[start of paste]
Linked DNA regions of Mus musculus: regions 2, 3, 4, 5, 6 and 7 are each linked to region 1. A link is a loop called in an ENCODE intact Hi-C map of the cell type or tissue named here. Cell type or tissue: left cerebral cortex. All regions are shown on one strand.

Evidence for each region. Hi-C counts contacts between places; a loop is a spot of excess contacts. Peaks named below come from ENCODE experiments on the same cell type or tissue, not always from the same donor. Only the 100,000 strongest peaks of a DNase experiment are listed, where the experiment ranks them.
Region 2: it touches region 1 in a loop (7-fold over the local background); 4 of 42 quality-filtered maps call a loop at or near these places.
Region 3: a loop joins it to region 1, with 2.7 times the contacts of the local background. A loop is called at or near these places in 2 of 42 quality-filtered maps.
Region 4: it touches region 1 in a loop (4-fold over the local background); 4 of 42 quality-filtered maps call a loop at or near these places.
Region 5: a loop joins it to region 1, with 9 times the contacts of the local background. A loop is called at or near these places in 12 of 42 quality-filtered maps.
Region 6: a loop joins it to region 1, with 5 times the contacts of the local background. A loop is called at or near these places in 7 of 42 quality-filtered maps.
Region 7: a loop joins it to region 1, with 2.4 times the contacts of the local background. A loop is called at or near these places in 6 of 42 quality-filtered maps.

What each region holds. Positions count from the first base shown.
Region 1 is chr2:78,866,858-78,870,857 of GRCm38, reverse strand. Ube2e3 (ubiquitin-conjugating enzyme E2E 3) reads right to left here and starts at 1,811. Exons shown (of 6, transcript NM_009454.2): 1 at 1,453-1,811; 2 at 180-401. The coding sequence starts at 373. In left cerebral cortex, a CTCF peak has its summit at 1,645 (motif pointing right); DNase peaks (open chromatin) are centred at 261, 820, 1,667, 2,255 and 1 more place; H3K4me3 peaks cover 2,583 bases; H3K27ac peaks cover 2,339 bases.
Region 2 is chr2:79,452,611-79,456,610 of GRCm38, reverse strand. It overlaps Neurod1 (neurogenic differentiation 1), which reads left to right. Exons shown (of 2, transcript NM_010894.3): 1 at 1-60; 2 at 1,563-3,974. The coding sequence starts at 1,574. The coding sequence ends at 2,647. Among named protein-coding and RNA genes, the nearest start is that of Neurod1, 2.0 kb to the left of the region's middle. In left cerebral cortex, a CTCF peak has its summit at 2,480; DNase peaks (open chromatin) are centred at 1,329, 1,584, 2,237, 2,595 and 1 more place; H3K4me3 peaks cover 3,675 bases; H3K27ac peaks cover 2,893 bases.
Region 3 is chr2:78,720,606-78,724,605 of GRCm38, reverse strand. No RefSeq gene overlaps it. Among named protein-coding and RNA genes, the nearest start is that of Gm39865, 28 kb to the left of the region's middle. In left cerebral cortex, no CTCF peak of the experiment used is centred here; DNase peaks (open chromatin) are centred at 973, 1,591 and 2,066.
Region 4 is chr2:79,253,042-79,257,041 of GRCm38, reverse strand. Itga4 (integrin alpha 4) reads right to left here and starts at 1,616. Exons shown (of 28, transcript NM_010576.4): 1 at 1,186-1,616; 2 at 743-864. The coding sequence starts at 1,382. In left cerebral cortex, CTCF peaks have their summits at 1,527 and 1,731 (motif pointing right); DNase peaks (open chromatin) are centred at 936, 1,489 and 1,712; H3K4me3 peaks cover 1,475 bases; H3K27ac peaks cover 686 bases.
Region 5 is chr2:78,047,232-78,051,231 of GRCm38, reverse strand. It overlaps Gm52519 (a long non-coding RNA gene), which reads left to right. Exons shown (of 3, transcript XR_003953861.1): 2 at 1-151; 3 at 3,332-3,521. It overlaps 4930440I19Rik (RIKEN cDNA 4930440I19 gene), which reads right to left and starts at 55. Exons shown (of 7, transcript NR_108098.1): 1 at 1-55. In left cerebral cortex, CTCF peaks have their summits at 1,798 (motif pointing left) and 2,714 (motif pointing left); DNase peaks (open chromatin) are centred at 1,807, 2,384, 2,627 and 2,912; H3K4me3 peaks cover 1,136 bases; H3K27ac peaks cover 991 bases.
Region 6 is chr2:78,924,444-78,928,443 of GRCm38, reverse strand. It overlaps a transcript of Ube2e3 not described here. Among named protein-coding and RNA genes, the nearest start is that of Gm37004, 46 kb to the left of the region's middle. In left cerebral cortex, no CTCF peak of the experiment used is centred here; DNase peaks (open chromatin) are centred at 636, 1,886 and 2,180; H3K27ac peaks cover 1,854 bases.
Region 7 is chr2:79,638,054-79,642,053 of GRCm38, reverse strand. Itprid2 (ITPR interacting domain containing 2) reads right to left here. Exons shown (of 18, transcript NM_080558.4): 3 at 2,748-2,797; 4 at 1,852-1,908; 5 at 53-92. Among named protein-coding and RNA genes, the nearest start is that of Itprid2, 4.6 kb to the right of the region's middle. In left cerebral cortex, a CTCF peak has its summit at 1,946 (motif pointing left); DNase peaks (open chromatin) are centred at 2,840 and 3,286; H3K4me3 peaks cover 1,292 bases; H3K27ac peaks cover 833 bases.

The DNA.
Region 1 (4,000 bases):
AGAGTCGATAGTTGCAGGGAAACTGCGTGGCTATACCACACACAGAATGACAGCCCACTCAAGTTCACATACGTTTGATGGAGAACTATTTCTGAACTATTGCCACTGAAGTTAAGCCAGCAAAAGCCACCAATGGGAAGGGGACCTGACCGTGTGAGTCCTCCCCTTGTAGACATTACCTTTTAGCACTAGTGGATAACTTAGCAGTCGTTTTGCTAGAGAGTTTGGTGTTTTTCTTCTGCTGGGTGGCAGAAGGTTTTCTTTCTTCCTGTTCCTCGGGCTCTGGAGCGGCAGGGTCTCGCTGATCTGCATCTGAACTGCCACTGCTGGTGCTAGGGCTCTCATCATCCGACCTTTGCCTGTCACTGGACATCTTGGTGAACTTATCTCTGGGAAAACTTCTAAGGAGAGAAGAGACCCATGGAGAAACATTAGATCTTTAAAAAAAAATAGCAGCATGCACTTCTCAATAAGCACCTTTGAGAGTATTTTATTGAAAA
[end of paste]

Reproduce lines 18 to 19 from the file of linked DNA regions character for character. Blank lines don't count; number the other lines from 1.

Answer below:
Region 1 (4,000 bases):
AGAGTCGATAGTTGCAGGGAAACTGCGTGGCTATACCACACACAGAATGACAGCCCACTCAAGTTCACATACGTTTGATGGAGAACTATTTCTGAACTATTGCCACTGAAGTTAAGCCAGCAAAAGCCACCAATGGGAAGGGGACCTGACCGTGTGAGTCCTCCCCTTGTAGACATTACCTTTTAGCACTAGTGGATAACTTAGCAGTCGTTTTGCTAGAGAGTTTGGTGTTTTTCTTCTGCTGGGTGGCAGAAGGTTTTCTTTCTTCCTGTTCCTCGGGCTCTGGAGCGGCAGGGTCTCGCTGATCTGCATCTGAACTGCCACTGCTGGTGCTAGGGCTCTCATCATCCGACCTTTGCCTGTCACTGGACATCTTGGTGAACTTATCTCTGGGAAAACTTCTAAGGAGAGAAGAGACCCATGGAGAAACATTAGATCTTTAAAAAAAAATAGCAGCATGCACTTCTCAATAAGCACCTTTGAGAGTATTTTATTGAAAA